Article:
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Group reviews 10-year-old Horizon 1.0 plan

The Horizon 1.0 plan was created 10 years ago as a general roadmap for Elkhart County spanning business development, education and tourishm among other areas.
Posted on Jan. 23, 2013 at 12:00 a.m.

GOSHEN — A community-wide plan created 10 years ago is still relevant, but there is room for improvement, according to Elkhart County leaders.

The Horizon 1.0 plan introduced in 2003 got another look Tuesday by county officials who evaluated the project’s goals spanning business creation, tourism, education and land use among others.

Mike Yoder, county commissioner, said a lot has changed in Elkhart County over the past decade, but some of the plan’s goals have not been accomplished. He said a new committee, including a few original Horizon 1.0 planners, will be meeting soon to discuss the future of the community strategy and how to move forward.

“They will be getting together to talk about what comes next,” Yoder said. “Is it time to do another community-wide study? That is one of the questions they will try to answer.”

Redevelopment of downtown areas and urban districts was a big part of Tuesday’s discussion. Barkley Garrett, Elkhart’s economic development manager, said the city has been working hard to reduce blight and control sprawl, but more needs to be done.

“Part of it is funding, and part of it is the process,” Garrett said. “I don’t know how much we can impact the process because state and federal property laws sometimes get in the way of us being able to take a property quickly and easily, and funding is kind of an obvious one. We’ve got plenty of buildings that need to come down and not nearly enough funds to do it.”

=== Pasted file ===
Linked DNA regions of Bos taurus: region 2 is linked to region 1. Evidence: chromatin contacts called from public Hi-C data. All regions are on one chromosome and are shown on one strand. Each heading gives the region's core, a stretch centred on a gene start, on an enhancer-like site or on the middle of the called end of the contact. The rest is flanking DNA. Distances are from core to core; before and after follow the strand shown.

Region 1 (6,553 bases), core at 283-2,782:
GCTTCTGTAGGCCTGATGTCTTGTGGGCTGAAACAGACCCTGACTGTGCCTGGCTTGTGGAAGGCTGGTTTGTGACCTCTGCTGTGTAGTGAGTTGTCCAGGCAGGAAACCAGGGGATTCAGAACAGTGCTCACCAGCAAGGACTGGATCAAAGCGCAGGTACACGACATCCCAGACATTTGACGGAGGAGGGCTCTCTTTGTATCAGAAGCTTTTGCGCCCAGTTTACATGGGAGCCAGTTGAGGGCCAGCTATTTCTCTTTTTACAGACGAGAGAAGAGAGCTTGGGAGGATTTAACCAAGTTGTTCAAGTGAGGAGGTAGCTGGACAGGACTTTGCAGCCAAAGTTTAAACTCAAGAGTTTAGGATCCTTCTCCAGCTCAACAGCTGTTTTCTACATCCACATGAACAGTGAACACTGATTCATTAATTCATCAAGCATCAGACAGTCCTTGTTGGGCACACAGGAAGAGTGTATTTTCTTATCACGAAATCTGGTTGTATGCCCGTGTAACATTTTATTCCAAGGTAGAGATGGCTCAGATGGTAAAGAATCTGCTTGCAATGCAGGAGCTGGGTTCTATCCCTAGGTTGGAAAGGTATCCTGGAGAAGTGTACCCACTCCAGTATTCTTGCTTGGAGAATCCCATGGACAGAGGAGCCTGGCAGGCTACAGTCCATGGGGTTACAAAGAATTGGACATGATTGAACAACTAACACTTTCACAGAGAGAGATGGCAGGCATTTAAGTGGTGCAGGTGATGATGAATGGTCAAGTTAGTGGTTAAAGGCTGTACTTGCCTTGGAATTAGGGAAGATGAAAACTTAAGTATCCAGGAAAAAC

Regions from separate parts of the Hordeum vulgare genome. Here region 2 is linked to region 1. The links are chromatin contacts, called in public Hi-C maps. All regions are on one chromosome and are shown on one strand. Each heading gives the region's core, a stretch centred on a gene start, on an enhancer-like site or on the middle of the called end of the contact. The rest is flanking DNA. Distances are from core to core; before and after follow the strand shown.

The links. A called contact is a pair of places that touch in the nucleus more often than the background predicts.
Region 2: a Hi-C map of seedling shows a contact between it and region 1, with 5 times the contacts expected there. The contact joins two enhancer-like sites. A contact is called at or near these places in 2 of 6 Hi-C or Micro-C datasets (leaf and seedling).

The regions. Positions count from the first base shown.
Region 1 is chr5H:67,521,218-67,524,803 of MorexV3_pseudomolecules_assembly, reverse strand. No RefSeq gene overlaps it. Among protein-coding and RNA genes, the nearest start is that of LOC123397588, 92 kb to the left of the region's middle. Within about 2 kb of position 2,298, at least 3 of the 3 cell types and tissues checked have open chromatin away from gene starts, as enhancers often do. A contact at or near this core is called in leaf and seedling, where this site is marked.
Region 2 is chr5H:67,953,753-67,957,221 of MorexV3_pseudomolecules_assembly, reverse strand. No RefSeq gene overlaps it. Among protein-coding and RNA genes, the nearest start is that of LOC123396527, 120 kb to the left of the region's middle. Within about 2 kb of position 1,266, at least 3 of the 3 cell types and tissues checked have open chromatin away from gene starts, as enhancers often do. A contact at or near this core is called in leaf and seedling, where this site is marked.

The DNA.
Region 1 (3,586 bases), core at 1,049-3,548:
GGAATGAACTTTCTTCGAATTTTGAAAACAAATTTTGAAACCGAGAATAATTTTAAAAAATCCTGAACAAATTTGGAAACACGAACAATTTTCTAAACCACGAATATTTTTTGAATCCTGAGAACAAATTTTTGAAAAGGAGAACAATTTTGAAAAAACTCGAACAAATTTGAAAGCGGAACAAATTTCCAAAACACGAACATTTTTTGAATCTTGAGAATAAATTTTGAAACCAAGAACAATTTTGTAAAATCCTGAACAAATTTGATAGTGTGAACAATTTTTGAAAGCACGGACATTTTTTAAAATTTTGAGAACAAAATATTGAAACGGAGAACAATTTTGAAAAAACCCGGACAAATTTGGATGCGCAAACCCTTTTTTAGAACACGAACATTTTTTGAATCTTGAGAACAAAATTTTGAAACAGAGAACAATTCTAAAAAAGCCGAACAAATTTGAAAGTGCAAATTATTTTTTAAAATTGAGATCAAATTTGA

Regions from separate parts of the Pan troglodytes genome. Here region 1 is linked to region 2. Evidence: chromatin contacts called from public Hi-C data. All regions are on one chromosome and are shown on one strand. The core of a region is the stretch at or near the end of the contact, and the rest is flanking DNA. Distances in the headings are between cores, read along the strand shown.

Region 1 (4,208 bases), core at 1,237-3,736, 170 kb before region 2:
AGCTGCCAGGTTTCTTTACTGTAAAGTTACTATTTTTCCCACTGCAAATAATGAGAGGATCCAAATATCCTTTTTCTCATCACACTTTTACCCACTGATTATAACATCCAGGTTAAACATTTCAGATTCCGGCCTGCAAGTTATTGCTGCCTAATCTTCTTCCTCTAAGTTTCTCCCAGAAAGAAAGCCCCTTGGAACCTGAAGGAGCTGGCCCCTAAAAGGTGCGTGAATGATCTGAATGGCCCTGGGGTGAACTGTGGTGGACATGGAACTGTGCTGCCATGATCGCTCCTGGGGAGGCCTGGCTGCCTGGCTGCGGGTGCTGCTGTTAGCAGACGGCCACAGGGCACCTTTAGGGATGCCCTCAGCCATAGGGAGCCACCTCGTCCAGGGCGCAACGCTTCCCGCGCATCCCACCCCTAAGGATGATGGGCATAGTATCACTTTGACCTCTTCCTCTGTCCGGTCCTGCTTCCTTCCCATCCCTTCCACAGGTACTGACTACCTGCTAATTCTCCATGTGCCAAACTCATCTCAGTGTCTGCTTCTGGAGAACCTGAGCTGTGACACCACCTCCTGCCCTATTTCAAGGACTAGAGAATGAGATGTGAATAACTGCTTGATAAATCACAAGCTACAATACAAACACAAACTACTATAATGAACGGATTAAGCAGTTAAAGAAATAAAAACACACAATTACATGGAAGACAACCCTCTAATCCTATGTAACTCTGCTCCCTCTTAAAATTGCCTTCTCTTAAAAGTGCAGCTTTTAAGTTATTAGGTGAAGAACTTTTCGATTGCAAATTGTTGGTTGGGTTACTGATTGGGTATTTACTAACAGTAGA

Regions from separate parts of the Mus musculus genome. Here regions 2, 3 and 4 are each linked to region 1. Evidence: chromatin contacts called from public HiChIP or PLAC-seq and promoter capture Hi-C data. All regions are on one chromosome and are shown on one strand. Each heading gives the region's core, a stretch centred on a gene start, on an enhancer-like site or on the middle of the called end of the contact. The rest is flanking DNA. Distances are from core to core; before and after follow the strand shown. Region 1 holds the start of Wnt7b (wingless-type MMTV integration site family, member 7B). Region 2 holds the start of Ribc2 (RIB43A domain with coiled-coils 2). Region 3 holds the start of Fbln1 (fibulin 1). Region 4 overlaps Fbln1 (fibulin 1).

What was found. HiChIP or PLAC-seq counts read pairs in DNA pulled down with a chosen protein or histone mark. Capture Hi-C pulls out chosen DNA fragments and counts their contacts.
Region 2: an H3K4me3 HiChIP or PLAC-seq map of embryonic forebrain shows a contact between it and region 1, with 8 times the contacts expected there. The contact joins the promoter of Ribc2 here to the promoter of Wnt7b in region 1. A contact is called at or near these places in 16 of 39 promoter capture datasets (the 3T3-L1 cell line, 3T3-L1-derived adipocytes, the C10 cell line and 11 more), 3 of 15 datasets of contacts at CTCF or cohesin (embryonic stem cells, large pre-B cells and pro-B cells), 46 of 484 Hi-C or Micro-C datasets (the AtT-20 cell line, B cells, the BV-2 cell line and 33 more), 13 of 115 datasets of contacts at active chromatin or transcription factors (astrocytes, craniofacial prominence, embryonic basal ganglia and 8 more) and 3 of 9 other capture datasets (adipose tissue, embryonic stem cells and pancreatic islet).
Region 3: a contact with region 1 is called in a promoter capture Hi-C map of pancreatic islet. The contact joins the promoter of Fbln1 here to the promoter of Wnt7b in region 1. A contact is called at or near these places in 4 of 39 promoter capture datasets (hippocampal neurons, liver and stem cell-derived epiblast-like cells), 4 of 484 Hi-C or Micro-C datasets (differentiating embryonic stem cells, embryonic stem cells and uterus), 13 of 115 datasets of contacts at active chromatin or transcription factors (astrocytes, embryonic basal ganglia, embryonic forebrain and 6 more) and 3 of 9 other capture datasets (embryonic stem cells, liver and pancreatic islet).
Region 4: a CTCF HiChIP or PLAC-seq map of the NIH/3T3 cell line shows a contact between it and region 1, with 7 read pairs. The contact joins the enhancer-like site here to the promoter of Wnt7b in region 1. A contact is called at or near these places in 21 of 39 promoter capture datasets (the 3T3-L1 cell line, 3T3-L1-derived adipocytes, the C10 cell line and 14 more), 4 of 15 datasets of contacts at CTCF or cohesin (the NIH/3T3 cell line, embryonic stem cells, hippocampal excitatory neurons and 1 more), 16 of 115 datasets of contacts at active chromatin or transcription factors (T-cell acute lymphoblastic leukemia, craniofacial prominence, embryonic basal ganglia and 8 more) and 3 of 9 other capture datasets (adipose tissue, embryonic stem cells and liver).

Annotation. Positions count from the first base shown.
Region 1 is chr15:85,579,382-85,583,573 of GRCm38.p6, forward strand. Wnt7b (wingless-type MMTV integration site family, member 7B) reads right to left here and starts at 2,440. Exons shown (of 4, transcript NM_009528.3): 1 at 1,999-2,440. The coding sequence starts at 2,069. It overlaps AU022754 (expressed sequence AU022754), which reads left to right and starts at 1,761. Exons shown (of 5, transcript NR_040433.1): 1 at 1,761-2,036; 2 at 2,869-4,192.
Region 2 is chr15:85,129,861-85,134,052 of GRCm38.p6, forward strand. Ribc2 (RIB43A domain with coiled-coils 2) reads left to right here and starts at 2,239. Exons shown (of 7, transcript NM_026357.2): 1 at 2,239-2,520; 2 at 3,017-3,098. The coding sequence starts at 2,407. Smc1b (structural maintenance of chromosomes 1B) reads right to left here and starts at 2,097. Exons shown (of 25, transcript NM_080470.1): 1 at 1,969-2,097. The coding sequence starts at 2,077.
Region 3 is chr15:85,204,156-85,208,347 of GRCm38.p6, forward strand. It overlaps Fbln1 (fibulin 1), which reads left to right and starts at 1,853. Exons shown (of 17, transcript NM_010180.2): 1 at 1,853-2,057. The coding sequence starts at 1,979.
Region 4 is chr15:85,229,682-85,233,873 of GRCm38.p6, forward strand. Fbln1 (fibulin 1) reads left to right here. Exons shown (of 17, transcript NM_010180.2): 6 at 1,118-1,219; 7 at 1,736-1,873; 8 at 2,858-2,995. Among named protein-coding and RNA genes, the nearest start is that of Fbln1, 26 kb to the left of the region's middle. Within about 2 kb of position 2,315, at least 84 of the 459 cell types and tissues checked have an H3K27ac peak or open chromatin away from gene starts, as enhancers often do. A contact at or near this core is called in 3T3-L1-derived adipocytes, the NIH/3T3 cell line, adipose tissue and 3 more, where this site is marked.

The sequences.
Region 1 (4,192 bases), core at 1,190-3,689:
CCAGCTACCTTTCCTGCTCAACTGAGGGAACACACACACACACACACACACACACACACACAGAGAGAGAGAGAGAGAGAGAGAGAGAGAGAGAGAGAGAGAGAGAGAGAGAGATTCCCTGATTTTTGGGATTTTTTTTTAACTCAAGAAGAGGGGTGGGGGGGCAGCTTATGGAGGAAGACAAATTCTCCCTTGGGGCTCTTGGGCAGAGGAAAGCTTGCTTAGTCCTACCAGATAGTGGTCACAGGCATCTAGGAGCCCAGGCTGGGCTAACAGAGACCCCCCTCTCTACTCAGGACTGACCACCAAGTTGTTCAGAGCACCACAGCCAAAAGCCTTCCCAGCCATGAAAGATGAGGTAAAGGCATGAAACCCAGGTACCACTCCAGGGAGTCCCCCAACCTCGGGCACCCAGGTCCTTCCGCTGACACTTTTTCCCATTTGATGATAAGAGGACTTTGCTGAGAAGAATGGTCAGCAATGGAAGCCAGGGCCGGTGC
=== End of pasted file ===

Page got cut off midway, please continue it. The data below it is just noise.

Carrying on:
The Horizon Education Alliance stemmed from Horizon 1.0 to focus on the county’s school system and getting students ready for jobs and higher education, which Yoder said are goals that continue to be high priorities. Yoder said the education group is generally doing a good job working with children and their families, but some gaps remain between high school graduation and entering the workforce. He said transformation in education will take time, but the community could start seeing changes in just a few years.




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 Assistant patrol agent in charge Lee Allbee, right, talks about the aerostat used by Border Patrol to look for smugglers and illegal crossings in the Rio Grande Valley,  Friday Sept. 5, 2014 at Penitas, Texas.  Since last November, the Border Patrol has stationed five surveillance sky cameras in the Rio Grande Valley area _ one in Penitas, two near Rio Grande City and two near Falfurrias, said agency spokesman Joe Gutierrez Jr.  (AP Photo/The Monitor, Gabe Hernandez)  MAGS OUT; TV OUT

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